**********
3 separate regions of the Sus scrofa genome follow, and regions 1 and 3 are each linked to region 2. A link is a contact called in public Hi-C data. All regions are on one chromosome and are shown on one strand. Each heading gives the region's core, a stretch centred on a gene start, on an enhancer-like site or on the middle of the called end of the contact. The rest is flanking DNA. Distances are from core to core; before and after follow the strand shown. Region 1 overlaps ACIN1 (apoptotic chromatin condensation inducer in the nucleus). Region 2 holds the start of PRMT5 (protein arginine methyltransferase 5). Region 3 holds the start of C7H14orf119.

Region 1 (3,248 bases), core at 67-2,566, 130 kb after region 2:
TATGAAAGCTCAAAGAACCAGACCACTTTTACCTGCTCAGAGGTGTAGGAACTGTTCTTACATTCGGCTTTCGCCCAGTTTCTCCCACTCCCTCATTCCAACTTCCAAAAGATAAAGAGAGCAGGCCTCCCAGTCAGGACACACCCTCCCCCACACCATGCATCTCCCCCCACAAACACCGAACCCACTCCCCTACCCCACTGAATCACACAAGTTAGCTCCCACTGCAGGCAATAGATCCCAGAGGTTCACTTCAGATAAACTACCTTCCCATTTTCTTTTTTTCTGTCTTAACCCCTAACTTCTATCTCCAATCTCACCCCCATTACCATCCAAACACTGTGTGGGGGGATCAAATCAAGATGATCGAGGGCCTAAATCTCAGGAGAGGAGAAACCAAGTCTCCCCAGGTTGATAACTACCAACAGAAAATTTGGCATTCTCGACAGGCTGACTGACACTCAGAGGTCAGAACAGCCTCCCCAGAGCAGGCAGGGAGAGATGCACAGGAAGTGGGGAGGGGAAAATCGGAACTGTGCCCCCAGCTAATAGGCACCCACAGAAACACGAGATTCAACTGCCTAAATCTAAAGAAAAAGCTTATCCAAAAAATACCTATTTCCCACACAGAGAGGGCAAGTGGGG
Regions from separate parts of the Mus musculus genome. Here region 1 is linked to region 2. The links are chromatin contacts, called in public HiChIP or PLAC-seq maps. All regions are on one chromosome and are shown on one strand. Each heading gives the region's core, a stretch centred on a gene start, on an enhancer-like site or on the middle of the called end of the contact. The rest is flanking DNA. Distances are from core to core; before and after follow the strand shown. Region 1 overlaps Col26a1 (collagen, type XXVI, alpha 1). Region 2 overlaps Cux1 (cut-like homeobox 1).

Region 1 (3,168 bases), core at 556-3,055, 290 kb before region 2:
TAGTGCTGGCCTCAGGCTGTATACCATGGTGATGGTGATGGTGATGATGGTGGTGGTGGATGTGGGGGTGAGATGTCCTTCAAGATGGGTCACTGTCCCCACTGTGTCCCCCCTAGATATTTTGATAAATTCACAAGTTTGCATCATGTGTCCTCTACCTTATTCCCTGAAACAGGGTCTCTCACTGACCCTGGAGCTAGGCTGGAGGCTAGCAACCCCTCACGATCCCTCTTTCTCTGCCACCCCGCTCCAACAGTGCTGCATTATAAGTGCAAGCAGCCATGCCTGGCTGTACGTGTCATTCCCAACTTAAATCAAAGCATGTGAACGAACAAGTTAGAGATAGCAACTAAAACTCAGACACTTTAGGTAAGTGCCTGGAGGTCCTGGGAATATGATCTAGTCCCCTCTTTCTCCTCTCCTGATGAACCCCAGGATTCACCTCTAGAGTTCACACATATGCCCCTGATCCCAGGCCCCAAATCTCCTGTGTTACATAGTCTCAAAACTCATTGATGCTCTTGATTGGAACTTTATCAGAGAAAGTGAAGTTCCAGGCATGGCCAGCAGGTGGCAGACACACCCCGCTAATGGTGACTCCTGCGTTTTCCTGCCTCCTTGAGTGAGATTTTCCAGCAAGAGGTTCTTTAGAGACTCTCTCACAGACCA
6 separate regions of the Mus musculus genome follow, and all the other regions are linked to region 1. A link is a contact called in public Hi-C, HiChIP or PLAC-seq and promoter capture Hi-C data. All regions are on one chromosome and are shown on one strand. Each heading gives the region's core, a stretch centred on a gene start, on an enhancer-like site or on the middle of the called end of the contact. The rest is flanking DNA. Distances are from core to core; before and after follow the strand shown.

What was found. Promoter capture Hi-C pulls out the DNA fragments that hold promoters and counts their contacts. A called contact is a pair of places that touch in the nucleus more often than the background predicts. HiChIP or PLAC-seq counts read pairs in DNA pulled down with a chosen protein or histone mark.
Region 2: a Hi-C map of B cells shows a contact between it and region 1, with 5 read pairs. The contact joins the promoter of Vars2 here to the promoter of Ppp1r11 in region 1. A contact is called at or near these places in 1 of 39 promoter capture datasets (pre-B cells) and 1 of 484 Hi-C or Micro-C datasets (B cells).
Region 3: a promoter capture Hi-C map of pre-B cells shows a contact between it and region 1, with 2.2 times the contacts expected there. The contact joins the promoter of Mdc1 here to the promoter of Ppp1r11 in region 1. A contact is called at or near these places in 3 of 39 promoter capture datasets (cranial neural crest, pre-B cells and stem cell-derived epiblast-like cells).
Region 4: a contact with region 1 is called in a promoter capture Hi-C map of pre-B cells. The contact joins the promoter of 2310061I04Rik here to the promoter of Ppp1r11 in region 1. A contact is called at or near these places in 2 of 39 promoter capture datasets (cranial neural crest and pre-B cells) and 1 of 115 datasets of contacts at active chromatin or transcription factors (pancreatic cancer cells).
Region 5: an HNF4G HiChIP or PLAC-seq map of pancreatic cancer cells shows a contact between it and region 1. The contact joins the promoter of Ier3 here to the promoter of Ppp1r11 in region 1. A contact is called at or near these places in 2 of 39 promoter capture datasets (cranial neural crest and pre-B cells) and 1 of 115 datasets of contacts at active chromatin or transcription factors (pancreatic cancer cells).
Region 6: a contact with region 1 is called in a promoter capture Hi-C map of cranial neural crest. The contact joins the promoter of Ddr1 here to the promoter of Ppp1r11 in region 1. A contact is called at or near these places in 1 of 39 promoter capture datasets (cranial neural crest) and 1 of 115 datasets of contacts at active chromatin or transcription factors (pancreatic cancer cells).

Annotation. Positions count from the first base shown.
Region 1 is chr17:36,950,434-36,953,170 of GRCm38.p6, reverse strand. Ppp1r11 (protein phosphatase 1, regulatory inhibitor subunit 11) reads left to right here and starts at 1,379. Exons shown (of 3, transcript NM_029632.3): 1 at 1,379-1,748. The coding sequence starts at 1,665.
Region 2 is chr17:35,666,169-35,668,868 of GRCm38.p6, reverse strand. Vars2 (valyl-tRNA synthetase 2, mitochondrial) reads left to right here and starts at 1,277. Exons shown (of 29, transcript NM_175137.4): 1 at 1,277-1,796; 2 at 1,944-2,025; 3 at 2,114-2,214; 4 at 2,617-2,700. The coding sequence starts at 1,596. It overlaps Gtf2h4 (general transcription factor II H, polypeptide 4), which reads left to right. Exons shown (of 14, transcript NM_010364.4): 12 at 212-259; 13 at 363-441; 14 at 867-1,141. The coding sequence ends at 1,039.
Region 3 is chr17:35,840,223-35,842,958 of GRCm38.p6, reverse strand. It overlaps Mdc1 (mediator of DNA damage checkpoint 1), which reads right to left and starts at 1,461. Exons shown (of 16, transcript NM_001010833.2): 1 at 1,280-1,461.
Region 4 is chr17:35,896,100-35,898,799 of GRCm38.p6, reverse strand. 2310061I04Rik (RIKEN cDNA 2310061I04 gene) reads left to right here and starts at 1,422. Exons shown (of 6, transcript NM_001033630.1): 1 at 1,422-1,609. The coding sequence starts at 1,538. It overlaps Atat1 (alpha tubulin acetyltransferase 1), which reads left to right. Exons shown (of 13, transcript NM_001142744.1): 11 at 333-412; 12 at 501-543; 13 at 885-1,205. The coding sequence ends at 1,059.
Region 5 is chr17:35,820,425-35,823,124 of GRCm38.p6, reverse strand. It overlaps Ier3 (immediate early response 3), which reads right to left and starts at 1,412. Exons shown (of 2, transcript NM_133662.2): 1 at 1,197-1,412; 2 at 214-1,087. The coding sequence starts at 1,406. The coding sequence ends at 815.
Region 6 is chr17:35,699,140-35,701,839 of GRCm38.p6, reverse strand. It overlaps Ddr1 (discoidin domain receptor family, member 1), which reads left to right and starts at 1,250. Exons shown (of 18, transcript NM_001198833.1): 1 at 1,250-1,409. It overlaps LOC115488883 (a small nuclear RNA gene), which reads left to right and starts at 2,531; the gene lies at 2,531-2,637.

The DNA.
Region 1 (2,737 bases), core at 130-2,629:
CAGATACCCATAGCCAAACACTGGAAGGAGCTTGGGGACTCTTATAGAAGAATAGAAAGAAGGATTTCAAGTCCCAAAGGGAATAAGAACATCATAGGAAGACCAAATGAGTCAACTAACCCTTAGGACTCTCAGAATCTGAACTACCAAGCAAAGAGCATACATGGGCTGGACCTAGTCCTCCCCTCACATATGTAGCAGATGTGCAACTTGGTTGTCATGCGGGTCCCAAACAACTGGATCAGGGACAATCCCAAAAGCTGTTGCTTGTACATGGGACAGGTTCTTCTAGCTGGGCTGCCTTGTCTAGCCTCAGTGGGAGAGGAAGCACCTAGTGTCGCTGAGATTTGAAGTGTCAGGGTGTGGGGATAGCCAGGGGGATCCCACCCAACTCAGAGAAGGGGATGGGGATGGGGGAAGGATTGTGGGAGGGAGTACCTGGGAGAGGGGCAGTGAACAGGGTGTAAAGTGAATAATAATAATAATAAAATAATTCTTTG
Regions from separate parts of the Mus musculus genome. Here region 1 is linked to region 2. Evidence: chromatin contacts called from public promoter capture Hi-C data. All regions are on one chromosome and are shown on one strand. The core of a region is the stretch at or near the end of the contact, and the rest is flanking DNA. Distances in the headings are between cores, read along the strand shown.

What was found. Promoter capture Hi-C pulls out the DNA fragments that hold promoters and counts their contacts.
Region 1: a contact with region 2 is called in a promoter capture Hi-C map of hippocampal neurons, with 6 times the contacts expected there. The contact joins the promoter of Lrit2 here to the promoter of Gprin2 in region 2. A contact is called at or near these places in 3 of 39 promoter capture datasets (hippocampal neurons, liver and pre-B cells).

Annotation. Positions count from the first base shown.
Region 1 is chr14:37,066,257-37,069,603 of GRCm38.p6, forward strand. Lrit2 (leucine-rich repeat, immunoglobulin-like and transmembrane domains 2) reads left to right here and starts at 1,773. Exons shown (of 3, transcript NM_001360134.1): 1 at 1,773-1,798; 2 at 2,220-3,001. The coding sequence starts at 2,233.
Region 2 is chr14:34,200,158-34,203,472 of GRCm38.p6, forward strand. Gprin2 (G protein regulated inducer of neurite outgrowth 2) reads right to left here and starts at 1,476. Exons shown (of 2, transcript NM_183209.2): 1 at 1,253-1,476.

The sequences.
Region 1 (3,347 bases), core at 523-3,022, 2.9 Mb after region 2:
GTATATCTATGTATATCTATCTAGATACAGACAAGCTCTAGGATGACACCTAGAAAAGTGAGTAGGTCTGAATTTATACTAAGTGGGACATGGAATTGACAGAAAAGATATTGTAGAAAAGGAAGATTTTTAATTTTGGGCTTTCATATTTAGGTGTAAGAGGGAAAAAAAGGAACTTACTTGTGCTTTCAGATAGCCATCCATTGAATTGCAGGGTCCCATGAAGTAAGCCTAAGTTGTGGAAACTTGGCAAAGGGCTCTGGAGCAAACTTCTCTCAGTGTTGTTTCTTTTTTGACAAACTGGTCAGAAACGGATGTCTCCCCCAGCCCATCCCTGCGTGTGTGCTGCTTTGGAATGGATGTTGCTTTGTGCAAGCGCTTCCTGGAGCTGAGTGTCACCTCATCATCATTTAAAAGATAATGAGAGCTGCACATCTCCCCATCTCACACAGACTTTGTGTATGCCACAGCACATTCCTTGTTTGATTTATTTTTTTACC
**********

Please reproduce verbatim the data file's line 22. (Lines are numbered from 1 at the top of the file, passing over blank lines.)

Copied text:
Region 1 (2,737 bases), core at 130-2,629: